Construct matrix **B** aswhere **B**_{1} is a *q* × *q* dimensional nonsingular matrix and **B**_{2} is a (4*M*_{0}*K*_{0} − 4*M*_{0} − *q*) × *q* matrix. There exists a *q* × (4*M*_{0}*K*_{0} − 4*M*_{0} − *q*) dimensional propagator operator **P** satisfying .

Letwhere **I**_{q×q} is *q* × *q* identity matrix. **B** can be expressed as follows:

Sample covariance matrices with *N* snapshots of the (*m*, *k*)th subarray can be defined as

Thus, spatial smoothing of sample covariance matrices can be obtained as

Combine ,,, and into

Divide (4*M*_{0}*K*_{0} − 4*M*_{0}) × (*M*_{0}*K*_{0} − *K*_{0}) dimensional matrix into *q* × (*M*_{0}*K*_{0} − *K*_{0}) dimensional matrix **G** and (4*M*_{0}*K*_{0} − 4*M*_{0} − *q*) × (*M*_{0}*K*_{0} − *K*_{0}) matrix **H**:

The propagator operator **P** can be obtained aswhere (·)^{+} denotes the pseudoinverse. Divide **E** into four (*M*_{0}*K*_{0} − *M*_{0}) × *q* dimensional matrices **E**_{1}, **E**_{2}, **E**_{3,} and **E**_{4}.

From this equation, the following relationship can be obtained:

So, we have

We can obtain eigenvalue *μ*_{i} () and it’s corresponding eigenvectors *ξ*_{i} of **Ω**_{1} by means of eigendecomposition. From equations (49) and (50), we can conclude that the corresponding eigenvalue of **Ω**_{1} and **Ω**_{2} have the same eigenvector; so the eigenvector of **Ω**_{2} can be obtained as follows:where (./) denotes element-wise division operation. When *d*/*λ* = 1/2, nominal elevation angle *ϕ*_{i} and nominal azimuth angle *θ*_{i} of *i*th source can be obtained as follows:where denotes argument of complex variable.

##### 3.3. Computational Procedure Complexity Analysis

Now, our algorithm can be summarized as follows: Step 1: compute spatial smoothing of sample covariance matrices using equations (39)–(43). Step 2: estimate the propagator operator **P** using equation (46). Construct **E** and divide **E** into **E**_{1}, **E**_{2}, **E**_{3}, **E**_{4} from equation (47). Step 3: find eigenvalue *μ*_{i} () and it’s corresponding eigenvectors *ξ*_{i} through eigendecomposition of **Ω**_{1}. Step 4: obtain eigenvalue *ν*_{i} of from equation (50). Step 5: calculate the nominal azimuth *θ*_{i} and nominal elevation *ϕ*_{i} from equation (51).

The computation cost of the proposed method mainly consists of three parts: the calculation of the sample covariance matrix which is the number of snapshots times the number of spatial smoothing multiply multiplication number with regard to calculation of covariance matrices of subarray, calculation of **Ω**_{1} and **Ω**_{2} where computation cost mainly lies in pseudoinverse operation *O*[(2*M*_{0}*K*_{0} − 2*M*_{0})^{3}], and eigendecomposition of **Ω**_{1} and **Ω**_{2}*O*(*q*^{3}). Suppose 2D CD sources are incoherent, which means decoherence by spatial smoothing is unnecessary. Then, computation cost mainly consists of calculation of the sample covariance matrix , pseudoinverse operation *O*[(2*MK* − 2*M*)^{3}], and eigendecomposition *O*(*q*^{3}). It can be concluded that using spatial smoothing to realize decoherence of 2D coherent CD sources does not change the magnitude of computational complexity in essence.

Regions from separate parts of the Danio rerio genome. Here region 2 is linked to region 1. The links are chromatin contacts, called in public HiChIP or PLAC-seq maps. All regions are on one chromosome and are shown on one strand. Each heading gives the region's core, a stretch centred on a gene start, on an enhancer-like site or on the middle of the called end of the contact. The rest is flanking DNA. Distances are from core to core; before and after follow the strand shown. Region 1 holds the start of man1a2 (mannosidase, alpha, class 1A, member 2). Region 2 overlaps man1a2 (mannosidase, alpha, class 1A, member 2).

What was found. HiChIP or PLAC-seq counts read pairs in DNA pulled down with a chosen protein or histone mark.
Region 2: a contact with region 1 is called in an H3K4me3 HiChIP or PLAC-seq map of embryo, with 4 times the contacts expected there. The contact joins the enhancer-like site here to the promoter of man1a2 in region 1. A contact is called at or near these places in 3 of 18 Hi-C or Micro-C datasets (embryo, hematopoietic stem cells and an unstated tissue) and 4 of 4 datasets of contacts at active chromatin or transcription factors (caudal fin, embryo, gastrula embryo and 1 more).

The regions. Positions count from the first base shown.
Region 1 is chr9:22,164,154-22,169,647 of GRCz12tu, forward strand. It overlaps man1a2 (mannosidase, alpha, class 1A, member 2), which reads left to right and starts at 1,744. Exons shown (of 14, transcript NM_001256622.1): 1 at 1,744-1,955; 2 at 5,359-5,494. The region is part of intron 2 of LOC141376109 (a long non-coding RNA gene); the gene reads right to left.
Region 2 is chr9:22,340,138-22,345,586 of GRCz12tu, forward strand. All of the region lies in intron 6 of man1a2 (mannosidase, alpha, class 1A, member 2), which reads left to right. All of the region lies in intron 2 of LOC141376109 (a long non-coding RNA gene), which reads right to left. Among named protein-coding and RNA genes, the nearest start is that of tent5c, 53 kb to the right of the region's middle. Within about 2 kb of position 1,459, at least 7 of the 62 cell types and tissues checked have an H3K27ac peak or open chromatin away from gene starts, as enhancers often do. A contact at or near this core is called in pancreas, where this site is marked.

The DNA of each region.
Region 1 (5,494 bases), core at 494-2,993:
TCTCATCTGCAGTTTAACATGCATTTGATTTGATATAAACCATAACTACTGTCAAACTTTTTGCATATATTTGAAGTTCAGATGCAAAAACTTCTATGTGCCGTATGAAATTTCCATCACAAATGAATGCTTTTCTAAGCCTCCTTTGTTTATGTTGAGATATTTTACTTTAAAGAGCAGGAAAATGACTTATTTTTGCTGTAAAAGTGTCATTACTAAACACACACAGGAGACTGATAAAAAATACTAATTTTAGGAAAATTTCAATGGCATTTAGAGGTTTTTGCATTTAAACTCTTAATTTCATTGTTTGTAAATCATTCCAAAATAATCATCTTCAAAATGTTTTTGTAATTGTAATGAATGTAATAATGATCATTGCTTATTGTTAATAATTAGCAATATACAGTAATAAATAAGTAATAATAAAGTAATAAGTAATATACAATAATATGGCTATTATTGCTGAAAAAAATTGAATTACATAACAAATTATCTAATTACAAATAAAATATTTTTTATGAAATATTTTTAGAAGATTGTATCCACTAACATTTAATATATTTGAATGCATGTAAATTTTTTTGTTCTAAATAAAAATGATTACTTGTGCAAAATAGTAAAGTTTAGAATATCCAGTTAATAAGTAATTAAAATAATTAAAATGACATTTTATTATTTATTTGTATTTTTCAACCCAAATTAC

#### 4. Simulation Results

In this section, five simulation experiments are conducted to verify the effectiveness of the algorithm we proposed. All simulation experiments are based on array configuration as shown in Figure 1. The distance of adjacent sensor is set at .

denotes root mean squared error (RMSE) of the *i*th source, which can be expressed aswhere Mc is the Monte Carlo simulations number which is set at 100. and are the estimated nominal azimuth and nominal elevation of *i*th source in *ς*th Monte Carlo simulation.

In the first example, we investigate the performance of the proposed method versus three 2D CD sources which are uncorrelated with each other. The first source is Gaussian CD source with parameter set (30°, 45°, 2°, 2°). The second and third sources are uniform with parameter sets (50°, 45°, 2°, 2°) and (50°, 60°, 2°, 2°). The number of snapshots is set at 200. The subarray number parameter is *M*_{s} = *K*_{s} = 4, subarray elements parameter is *M*_{0} = *K*_{0} = 4. RMSE is the mean of three sources. As shown in Figure 3, the proposed method presents better estimation as the SNR increases. Figure 3 also shows estimation of the DSPE [18] which uses *L*-shaped arrays containing sensors in *x* and *z* axes, and the ESPRIT [23] method uses DPLA. It can be concluded that DOA estimation of all the three methods is effective with respect to 2D CD sources which are uncorrelated with each other.

In the second example, we investigate the estimation of 2D coherent CD sources versus SNR and number of snapshots. We consider three full coherence sources with equal power. The first source is Gaussian with parameter set [30°, 45°, 2°, 2°]. The second and third sources are uniform with parameter sets [50°, 45°, 2°, 2°] and [50°, 60°, 2°, 2°]. *M*_{s} = *K*_{s} = 4 and *M*_{0} = *K*_{0} = 4. RMSE takes mean values of the three sources. Figure 4(a) shows RMSE with SNR varying from 0 dB to 30 dB while the number of snapshots is set at 200. Figure 4(b) shows RMSE with the number of snapshots ranging from 100 to 1000 while SNR is fixed at 15 dB. It can be observed that the proposed algorithm performs better as SNR or number of snapshots increases. Nevertheless, the DSPE [18] and ESPRIT [23] present big errors as shown in Figures 4(a) and 4(b). It can be concluded that utilizing traditional methods for 2D coherent CD sources is invalid.

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**(b)**